Last Saturday I attended David Dodgson‘s (@davedodgson) presentation at the VRT11 conference. David’s presentation was “Not just a pretty cloud – Using Wordle in the language classroom”. It was a great session, where David explained what word clouds are, how to make them and gave many practical examples for using them in the language classroom. It was also a very interactive presentation – always a plus in my opinion. If you are interested you can check out Dave’s reflections (and the presentation slides) about it in one of his most recent blog posts.
At the end of his presentation Dave proposed a mini challenge. He showed us an image of a word cloud he had made using his blog’s URL and used it to reflect upon what he’s written about and the vocabulary he’s used (wordle has a nice feature where the more repetitions you have of a word, the bigger the word looks in the word cloud). Then he challenged us to do the same and share our reflections, our findings. He even gave a guideline in the post he wrote about the challenge: we should think about what it tells us about the content of our blog posts, the language we use and if anything had surprised us. Well, if you have read other posts in this blog you should know by now I have a hard time refusing a challenge I have read some great posts, of teachers I admire and am lucky to have in my PLN, joining the challenge: Vladmira Michalkova, Sandy Millin and Tyson Seburn. I really enjoyed noticing how each one drew different conclusions from their word clouds.
My blog’s word cloud you can see above. And here’s what I believe it tells me:
Content? My cloud tells me I write a lot about teachers and students, which is expected since my intention with this blog is to reflect and share my thoughts on teaching, as well as activities I have created/come up with in my daily practice. Those activities mostly deal with vocabulary – another of the biggest words in the cloud. But the rest of the words tell me I have written on a varied range of topics and that I have successfully focused on my profession, since most words can be directly related to English teaching. They also tell me I like having my students work in groups – I am going to start paying attention and check if that’s true, but I believe it is.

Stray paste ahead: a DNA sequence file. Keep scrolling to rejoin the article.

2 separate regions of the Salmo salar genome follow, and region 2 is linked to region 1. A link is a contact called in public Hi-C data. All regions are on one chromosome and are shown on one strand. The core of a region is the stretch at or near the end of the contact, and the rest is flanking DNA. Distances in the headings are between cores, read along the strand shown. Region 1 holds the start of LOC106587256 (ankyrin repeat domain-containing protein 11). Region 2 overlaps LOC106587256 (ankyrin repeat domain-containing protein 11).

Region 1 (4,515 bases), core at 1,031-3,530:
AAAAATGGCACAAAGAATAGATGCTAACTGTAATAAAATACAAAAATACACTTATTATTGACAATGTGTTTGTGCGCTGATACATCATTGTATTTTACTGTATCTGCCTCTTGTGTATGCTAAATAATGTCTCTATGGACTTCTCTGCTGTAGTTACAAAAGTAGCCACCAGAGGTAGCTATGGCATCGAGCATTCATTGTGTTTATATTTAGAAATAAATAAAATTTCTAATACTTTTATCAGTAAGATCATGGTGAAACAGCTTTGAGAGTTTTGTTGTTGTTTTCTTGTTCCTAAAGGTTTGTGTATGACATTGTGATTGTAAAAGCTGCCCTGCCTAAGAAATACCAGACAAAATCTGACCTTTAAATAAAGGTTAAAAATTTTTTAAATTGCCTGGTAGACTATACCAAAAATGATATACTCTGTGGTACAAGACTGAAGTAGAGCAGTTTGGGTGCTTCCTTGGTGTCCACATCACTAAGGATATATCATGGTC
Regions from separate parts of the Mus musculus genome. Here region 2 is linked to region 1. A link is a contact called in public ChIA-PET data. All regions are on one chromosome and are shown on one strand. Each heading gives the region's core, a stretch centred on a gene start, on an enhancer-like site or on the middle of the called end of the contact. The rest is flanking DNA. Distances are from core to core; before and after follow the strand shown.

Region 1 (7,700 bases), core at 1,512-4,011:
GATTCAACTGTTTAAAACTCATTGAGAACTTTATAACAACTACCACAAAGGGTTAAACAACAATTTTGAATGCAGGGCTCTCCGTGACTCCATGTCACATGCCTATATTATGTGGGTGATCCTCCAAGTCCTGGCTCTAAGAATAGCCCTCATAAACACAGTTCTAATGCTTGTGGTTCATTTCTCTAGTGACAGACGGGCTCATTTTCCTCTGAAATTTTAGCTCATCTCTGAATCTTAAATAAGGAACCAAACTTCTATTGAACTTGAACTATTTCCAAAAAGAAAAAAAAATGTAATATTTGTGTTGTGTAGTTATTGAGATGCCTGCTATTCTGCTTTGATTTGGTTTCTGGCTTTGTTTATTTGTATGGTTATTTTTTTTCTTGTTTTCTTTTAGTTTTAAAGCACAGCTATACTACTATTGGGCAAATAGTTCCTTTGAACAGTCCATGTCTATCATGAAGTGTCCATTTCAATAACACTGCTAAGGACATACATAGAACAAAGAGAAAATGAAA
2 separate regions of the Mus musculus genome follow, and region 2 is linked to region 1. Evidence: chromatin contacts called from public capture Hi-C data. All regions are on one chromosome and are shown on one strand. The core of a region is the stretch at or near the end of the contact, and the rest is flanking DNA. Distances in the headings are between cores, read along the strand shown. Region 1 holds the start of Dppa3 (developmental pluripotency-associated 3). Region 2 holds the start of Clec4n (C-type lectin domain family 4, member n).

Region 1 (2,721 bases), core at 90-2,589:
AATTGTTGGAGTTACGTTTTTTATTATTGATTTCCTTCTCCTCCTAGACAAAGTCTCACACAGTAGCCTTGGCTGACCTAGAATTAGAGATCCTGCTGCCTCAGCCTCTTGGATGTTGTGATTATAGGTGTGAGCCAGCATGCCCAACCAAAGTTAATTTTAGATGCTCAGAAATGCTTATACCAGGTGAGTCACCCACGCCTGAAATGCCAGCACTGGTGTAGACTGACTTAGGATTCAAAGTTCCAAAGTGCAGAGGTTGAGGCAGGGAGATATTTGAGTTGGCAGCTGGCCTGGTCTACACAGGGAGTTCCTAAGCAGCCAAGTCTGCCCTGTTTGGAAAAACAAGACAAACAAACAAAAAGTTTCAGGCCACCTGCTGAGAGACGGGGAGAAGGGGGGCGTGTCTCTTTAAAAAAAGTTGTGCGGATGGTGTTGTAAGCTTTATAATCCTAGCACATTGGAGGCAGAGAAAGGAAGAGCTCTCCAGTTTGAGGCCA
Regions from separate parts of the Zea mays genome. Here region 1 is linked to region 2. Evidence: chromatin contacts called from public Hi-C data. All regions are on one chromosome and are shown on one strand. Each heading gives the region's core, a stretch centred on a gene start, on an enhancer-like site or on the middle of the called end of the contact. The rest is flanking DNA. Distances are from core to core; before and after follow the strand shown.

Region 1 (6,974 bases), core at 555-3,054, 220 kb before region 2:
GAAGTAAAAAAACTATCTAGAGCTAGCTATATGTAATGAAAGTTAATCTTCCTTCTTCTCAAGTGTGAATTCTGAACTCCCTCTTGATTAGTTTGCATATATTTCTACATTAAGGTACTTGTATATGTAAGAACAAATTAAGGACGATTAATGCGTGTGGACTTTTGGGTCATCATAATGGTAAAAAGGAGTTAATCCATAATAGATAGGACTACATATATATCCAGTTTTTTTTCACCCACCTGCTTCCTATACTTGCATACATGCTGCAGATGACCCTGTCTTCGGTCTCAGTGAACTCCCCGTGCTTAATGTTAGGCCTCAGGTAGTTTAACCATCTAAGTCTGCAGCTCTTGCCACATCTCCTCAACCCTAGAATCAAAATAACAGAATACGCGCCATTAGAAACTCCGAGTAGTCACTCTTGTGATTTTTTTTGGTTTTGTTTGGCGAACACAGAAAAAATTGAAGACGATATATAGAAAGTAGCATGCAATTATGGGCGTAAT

Language? I have to admit I was happy when I looked at my word cloud through that perspective. I like the words I see and I couldn’t notice much repetition. Besides, I think the words tell me I have a very positive outlook on my practice – good, better, hope are bigger than others. I was only puzzled that just like Sandy noticed on hers, the word “one” is a big one. It made me try to think on why it is so. I still haven’t come to any conclusions – if you have any guess on it, please tell me.
Surprises? Just one really. Breasts. I know I mentioned it in one of my most recent posts where I share a vocabulary activity I used with my students for reviewing parts of the body, and had to teach my students the proper word for that specific part of a woman’s body. But did that single mention make it eligible for being in my word cloud? Or have I mentioned it in other posts and can’t remember?
What about you? Up to the challenge? Join in!